The Debate

Osaka G20: The Important Meeting Most Media Missed

The Sino-Russian partnership has growing appeal for other countries (including India) as the West flounders.

By Andrey Panevin for
Osaka G20: The Important Meeting Most Media Missed
Credit: Russian Presidential Press and Information Office

The most recent G-20 Summit in Osaka was an interesting affair. Not much of substance emerged from meetings involving Western leaders, including those with U.S. President Donald Trump. Instead, the most interesting aspects of the G-20 were Russian President Vladimir Putin’s interview with the Financial Times, given just prior to the start of the event, and the trilateral handshake between Russia, China, and India.

The former grabbed headlines due to Putin’s proclamation regarding the obsolescence of the Western liberal order; the latter was a strangely and unfortunately muted affair in terms of press coverage. India’s Prime Minister Narendra Modi has done what many thought he would not, extending a friendly hand to China at the most opportune time for Chinese President Xi Jinping’s Belt and Road Initiative and plans for transcontinental Eurasian integration.

The trilateral was a somewhat informal meeting held at the behest of Modi, who had pitched the idea while at the Shanghai Cooperation Organization (SCO) summit earlier in June. It came just as the United States has been growing ever more worried about Russia’s sale of S-400 air defense systems to Turkey and India, two nations that were perhaps taken for granted as being the major non-Western powers in the Western camp.

It also took place at a time when Putin and Xi have concluded their sixth meeting in just less than two months. They have discussed everything from Russia’s integration into the BRI, to security in the Middle East and Central Asia and the “de-dollarization” of trade. Putin and Xi have also made it quite clear that they believe that the Western liberal order has failed to answer the most pressing questions of our time. Russia and China, while not totally opposed to cooperation with the West, are ready to take charge of “global responsibility,” as Xi put it at the G-20. However, unlike the late 1990s and early 2000s, this mutual agreement is rather rapidly growing in appeal among other actors. Speaking at the SCO summit in June, Pakistan’s Prime Minister Imran Khan did not mince words when he declared that geopolitical power is shifting “eastwards” in a multipolar world, and that Pakistan is ready to take advantage of this shift.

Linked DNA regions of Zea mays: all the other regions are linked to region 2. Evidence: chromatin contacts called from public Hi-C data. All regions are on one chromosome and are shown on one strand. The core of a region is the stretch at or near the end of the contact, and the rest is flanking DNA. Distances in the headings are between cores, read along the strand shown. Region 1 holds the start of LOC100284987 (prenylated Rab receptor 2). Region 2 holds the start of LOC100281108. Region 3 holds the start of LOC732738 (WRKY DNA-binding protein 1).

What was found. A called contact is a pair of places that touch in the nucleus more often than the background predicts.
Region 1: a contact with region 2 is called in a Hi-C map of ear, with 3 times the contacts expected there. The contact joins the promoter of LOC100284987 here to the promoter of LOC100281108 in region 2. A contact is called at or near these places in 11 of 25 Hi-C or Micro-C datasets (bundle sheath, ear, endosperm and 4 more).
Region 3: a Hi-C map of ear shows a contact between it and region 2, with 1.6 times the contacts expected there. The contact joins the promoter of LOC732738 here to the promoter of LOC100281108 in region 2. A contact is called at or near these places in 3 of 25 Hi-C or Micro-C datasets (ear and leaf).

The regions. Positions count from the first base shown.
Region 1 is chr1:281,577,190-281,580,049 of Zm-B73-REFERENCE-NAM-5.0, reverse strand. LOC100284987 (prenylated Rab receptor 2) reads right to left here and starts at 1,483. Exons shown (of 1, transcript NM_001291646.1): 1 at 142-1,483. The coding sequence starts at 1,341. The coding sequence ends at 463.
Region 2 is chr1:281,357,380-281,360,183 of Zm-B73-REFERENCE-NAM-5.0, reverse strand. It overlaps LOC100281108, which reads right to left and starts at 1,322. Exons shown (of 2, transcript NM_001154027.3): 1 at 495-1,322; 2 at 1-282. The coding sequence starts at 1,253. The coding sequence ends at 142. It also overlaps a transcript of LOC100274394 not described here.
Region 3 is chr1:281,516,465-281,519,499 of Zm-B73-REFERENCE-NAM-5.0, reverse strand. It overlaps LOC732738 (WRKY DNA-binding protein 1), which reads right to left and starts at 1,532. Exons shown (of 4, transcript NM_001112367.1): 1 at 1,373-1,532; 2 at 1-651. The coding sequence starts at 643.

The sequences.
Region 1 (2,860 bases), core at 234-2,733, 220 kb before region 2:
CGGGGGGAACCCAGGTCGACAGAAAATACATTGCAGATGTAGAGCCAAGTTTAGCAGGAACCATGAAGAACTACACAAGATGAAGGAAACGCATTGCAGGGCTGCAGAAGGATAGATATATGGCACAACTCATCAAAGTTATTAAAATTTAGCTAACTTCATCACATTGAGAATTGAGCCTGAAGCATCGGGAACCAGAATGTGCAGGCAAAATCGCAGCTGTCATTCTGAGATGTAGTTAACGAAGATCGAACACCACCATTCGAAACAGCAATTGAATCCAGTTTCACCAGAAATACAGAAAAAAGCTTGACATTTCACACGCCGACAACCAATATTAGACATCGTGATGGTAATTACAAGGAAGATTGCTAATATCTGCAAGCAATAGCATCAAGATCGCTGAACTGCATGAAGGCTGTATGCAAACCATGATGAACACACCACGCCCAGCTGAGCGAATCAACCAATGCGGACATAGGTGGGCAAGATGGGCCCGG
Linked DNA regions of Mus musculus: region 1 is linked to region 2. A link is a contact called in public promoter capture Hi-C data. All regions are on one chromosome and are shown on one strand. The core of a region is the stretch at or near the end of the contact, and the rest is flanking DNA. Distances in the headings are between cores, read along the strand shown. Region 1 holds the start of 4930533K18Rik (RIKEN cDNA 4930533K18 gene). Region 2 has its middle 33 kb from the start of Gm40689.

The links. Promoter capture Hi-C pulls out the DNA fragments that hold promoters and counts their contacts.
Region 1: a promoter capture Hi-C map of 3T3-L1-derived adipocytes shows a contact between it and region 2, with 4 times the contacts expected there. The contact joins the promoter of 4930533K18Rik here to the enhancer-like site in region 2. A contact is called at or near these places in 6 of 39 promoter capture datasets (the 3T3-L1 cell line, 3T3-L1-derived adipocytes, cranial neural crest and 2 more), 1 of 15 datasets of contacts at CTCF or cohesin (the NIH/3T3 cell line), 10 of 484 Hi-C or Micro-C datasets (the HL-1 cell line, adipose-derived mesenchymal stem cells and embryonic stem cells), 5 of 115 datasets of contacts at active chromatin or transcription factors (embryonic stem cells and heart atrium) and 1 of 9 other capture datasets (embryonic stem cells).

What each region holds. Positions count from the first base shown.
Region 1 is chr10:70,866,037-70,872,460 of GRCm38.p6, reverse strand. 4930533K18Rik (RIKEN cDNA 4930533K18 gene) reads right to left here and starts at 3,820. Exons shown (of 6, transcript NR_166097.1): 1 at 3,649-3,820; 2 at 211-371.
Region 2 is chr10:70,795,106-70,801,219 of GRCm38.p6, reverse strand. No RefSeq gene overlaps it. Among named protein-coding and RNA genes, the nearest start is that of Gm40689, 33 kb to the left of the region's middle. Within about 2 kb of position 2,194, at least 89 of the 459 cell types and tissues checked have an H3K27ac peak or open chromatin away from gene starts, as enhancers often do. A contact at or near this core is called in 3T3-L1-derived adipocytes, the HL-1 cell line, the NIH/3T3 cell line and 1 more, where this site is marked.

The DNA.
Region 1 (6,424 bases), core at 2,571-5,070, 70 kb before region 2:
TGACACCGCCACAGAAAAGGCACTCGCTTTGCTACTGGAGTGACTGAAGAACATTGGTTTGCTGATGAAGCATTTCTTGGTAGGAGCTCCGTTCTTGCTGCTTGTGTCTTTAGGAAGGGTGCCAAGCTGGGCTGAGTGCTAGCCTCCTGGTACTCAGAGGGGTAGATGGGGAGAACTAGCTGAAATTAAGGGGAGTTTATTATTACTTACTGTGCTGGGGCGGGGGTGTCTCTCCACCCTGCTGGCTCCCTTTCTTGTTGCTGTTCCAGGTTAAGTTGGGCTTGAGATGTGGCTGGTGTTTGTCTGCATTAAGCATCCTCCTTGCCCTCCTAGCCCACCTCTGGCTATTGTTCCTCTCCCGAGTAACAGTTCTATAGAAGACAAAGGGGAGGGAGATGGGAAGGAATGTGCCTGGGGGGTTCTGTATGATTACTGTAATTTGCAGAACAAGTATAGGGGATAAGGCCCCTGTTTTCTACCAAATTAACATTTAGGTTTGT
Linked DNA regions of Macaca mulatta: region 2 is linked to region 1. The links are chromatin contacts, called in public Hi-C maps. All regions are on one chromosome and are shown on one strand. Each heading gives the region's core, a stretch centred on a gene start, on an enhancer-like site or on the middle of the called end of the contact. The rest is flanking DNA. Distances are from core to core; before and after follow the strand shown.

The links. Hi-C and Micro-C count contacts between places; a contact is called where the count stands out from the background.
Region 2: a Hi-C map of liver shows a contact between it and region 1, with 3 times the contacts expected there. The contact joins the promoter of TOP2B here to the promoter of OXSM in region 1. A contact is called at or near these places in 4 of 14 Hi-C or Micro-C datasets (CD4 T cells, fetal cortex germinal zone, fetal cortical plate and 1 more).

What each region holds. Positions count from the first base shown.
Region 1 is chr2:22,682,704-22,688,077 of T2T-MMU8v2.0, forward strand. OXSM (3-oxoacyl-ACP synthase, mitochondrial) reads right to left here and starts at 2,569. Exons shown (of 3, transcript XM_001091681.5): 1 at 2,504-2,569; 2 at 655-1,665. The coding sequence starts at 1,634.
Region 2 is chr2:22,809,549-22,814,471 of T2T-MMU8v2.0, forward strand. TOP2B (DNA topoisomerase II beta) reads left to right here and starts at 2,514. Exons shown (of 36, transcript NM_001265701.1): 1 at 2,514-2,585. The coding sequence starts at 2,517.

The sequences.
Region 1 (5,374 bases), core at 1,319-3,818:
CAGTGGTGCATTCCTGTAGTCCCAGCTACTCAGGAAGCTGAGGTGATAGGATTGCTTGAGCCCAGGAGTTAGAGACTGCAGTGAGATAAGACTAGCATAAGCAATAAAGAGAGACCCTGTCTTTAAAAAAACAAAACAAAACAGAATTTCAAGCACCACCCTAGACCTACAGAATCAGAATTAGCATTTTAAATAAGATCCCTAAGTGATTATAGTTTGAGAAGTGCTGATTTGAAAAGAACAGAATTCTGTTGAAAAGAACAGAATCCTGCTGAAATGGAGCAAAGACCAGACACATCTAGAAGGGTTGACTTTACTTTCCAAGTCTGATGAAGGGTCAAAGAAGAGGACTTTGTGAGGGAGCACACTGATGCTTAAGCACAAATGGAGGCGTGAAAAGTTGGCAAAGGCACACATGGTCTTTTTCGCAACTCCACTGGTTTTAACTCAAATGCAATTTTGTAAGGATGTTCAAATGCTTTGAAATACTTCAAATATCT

Much was made about the remarks Putin made in the FT interview; however, not enough attention has been paid to the extraordinary statement, given after Putin’s meeting with Modi and Xi, regarding Russia, India, and China “laying the groundwork for [an] equal and indivisible security architecture in Eurasia.” This rhetoric gives even more weight to the continually underrated importance of institutions such as the SCO, the Conference on Interaction and Confidence Building in Asia (CICA) as well as the St. Petersburg and Eastern Economic Forums. The first three were all held in June and attended by Putin, Xi and Modi, and the fourth is slated for later this year with Modi being guest of honor at Putin’s invitation. These organizations and summits should no longer be seen as lesser to forums such as the G-20 or G-7; they are in fact growing exponentially in importance, while the “G” summits are at the very least experiencing a continued period of stagnation.

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2019 is proving to be the year of a rapid resurgence in confidence and purpose among non-Western and non-liberal powers. Ostensibly catalyzed by the “asymmetric but equal” model of relations championed by Putin and Xi, we appear to be on the precipice of monumental change with regard to the post-Cold War status quo. The secretary general of the UN, Antonio Guterres, put it best when, speaking at the recent St. Petersburg Economic Forum, he rather remarkably stated that the Russia-based summit “embodies the 21st century truth: global challenges require global solutions…And that is why we are here.”

Andrey Panevin is a Ph.D. candidate at the University of Tasmania. His research interests include Sino-Russian rapprochement, the Belt and Road & Greater Eurasia initiatives, Eurasian integration and the role of US foreign policy in influencing these developments.